Picture: iSTOCK
Picture: iSTOCK

Dubai — Saudi Arabia received four bids for the first wind-power project tendered under a state programme to attract international companies, without disclosing information about the offers.

The bidders for the 400MW project are ACWA Power, the renewable energy units of European utilities Électricité de France and Enel, and Engie’s International Power, according to an e-mailed notice on Tuesday from the kingdom’s energy ministry’s renewable energy project development office.

Saudi Arabia plans to roughly triple its capacity to generate electricity from renewable energy as part of a plan to ease dependence on finite fossil fuels.

The energy ministry delayed a ceremony planned for Tuesday to open the bid envelopes, according to the notice, saying it will announce a new date for the ceremony and that the bids will remain sealed until then. The ministry did not say why it delayed the ceremony.

Saudi Arabia, the world’s biggest oil exporter, plans to develop 9.5GW of renewable energy by 2023 in an initial push to reduce its reliance on crude and natural gas. The wind plant, to be located at Dumat al-Jandal city in Saudi Arabia’s north-west, will be the first of its kind under the national programme.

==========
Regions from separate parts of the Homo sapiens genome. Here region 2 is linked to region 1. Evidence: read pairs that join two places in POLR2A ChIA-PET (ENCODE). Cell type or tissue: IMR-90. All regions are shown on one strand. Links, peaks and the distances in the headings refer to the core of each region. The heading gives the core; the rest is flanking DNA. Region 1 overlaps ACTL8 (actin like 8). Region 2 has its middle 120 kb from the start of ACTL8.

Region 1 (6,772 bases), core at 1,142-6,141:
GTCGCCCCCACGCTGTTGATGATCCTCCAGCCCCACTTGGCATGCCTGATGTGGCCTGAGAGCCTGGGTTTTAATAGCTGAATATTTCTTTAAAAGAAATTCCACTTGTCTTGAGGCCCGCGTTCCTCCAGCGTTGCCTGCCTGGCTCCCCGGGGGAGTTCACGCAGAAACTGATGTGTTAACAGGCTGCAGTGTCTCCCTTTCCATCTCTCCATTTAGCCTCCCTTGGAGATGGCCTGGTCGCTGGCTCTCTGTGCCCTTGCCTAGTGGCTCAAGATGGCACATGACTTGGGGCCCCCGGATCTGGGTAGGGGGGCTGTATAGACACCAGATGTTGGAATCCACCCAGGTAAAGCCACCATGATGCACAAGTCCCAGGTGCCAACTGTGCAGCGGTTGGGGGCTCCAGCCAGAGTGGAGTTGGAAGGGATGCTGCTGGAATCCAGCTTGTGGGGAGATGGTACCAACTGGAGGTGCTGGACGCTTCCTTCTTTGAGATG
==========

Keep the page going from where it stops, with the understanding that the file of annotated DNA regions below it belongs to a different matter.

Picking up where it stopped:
In February, Saudi Arabia awarded its first international tender, with ACWA Power winning the contest to build a 300MW solar plant at Sakaka in the same region.

The north-west, which the government is seeking to develop, has some of the most favourable winds in the kingdom for producing power. State-owned Saudi Arabian Oil started a wind turbine at one of its industrial sites in the region in January 2017, the nation’s first such facility.

Saudi Arabia and Japan’s SoftBank Group signed a memorandum of understanding last month to develop 200GW of solar-power capacity in the desert kingdom by 2030. With a price tag of $200bn, the plan would add to the 65GW of generation capacity in the country at the end of 2014, according to government data.

Bloomberg

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